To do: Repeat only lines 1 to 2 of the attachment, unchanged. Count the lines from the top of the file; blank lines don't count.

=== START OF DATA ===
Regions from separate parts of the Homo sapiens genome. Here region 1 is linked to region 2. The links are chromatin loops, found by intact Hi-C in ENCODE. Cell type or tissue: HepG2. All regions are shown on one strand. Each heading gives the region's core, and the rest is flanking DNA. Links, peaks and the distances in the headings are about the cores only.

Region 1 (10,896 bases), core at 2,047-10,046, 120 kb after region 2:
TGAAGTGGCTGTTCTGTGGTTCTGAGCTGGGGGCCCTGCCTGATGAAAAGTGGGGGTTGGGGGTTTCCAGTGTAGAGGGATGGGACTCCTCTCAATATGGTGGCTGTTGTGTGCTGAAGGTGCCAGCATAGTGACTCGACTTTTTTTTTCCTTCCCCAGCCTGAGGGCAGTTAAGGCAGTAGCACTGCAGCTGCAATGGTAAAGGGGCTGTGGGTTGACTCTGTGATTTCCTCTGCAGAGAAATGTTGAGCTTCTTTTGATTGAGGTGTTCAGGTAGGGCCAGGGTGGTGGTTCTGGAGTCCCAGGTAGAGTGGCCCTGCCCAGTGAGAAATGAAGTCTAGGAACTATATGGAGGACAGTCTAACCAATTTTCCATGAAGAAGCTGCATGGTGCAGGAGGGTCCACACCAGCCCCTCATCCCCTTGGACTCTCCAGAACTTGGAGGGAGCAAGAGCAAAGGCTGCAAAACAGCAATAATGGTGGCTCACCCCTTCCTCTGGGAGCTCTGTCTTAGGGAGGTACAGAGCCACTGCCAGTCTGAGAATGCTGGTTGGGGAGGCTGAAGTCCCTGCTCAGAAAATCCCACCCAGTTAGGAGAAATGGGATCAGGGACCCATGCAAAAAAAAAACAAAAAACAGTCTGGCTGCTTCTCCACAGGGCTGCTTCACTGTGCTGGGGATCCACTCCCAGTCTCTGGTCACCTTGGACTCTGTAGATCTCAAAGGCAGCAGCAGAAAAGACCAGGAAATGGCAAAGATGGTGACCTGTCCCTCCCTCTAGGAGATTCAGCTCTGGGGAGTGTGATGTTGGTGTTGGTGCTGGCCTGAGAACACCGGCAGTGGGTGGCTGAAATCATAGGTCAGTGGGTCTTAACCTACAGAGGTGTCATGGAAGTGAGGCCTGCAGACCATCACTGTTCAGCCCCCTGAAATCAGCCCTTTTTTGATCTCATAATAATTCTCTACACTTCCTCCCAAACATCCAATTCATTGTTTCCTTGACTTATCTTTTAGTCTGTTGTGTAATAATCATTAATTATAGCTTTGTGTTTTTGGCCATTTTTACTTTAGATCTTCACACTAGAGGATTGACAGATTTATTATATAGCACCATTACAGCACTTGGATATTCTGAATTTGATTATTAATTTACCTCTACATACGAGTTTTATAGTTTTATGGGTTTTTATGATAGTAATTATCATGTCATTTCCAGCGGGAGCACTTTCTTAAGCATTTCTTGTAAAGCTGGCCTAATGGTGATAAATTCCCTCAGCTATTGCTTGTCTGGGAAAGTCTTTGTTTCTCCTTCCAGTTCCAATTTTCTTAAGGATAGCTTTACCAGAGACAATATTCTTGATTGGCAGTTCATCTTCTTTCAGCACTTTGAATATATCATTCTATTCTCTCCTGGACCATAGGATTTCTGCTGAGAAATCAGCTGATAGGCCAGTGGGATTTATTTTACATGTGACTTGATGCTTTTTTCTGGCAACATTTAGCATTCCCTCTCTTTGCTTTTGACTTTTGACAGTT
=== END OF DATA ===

Regions from separate parts of the Homo sapiens genome. Here region 1 is linked to region 2. The links are chromatin loops, found by intact Hi-C in ENCODE. Cell type or tissue: HepG2. All regions are shown on one strand. Each heading gives the region's core, and the rest is flanking DNA. Links, peaks and the distances in the headings are about the cores only.

Region 1 (10,896 bases), core at 2,047-10,046, 120 kb after region 2: